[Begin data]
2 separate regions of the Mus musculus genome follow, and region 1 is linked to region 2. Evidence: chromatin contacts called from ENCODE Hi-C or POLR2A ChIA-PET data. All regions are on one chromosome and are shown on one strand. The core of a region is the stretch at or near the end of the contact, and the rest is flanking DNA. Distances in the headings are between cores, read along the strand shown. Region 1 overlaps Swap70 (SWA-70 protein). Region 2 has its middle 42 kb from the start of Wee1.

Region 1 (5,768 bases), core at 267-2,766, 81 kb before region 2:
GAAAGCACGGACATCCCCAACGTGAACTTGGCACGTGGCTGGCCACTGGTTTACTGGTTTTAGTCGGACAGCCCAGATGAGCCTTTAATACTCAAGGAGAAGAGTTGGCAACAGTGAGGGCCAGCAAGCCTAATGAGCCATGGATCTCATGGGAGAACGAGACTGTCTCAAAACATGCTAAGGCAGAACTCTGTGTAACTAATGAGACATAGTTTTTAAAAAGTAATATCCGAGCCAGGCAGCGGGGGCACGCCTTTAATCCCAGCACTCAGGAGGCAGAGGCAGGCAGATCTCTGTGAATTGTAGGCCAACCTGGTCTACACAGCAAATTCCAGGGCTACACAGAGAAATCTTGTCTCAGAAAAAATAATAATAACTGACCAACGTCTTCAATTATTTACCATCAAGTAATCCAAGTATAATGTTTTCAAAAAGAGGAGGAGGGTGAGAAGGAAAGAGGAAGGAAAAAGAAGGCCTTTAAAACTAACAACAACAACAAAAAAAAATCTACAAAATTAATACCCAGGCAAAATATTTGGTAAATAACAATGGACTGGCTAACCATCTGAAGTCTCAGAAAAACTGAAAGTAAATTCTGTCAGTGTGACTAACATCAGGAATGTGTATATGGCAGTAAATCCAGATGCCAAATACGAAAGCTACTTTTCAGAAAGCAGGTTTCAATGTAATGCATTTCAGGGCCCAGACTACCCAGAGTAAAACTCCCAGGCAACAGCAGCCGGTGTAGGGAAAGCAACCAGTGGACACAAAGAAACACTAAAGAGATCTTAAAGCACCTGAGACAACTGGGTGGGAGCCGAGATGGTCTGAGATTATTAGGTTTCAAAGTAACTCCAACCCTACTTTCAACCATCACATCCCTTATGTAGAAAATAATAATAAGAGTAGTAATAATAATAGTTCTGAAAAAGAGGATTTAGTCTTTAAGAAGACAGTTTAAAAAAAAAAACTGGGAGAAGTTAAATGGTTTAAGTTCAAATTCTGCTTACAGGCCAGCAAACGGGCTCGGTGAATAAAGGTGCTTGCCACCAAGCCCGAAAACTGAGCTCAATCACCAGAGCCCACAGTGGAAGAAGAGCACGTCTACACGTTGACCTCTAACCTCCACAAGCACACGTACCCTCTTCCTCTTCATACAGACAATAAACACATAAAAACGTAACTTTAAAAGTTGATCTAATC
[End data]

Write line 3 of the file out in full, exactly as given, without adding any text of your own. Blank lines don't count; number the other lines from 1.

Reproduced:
GAAAGCACGGACATCCCCAACGTGAACTTGGCACGTGGCTGGCCACTGGTTTACTGGTTTTAGTCGGACAGCCCAGATGAGCCTTTAATACTCAAGGAGAAGAGTTGGCAACAGTGAGGGCCAGCAAGCCTAATGAGCCATGGATCTCATGGGAGAACGAGACTGTCTCAAAACATGCTAAGGCAGAACTCTGTGTAACTAATGAGACATAGTTTTTAAAAAGTAATATCCGAGCCAGGCAGCGGGGGCACGCCTTTAATCCCAGCACTCAGGAGGCAGAGGCAGGCAGATCTCTGTGAATTGTAGGCCAACCTGGTCTACACAGCAAATTCCAGGGCTACACAGAGAAATCTTGTCTCAGAAAAAATAATAATAACTGACCAACGTCTTCAATTATTTACCATCAAGTAATCCAAGTATAATGTTTTCAAAAAGAGGAGGAGGGTGAGAAGGAAAGAGGAAGGAAAAAGAAGGCCTTTAAAACTAACAACAACAACAAAAAAAAATCTACAAAATTAATACCCAGGCAAAATATTTGGTAAATAACAATGGACTGGCTAACCATCTGAAGTCTCAGAAAAACTGAAAGTAAATTCTGTCAGTGTGACTAACATCAGGAATGTGTATATGGCAGTAAATCCAGATGCCAAATACGAAAGCTACTTTTCAGAAAGCAGGTTTCAATGTAATGCATTTCAGGGCCCAGACTACCCAGAGTAAAACTCCCAGGCAACAGCAGCCGGTGTAGGGAAAGCAACCAGTGGACACAAAGAAACACTAAAGAGATCTTAAAGCACCTGAGACAACTGGGTGGGAGCCGAGATGGTCTGAGATTATTAGGTTTCAAAGTAACTCCAACCCTACTTTCAACCATCACATCCCTTATGTAGAAAATAATAATAAGAGTAGTAATAATAATAGTTCTGAAAAAGAGGATTTAGTCTTTAAGAAGACAGTTTAAAAAAAAAAACTGGGAGAAGTTAAATGGTTTAAGTTCAAATTCTGCTTACAGGCCAGCAAACGGGCTCGGTGAATAAAGGTGCTTGCCACCAAGCCCGAAAACTGAGCTCAATCACCAGAGCCCACAGTGGAAGAAGAGCACGTCTACACGTTGACCTCTAACCTCCACAAGCACACGTACCCTCTTCCTCTTCATACAGACAATAAACACATAAAAACGTAACTTTAAAAGTTGATCTAATC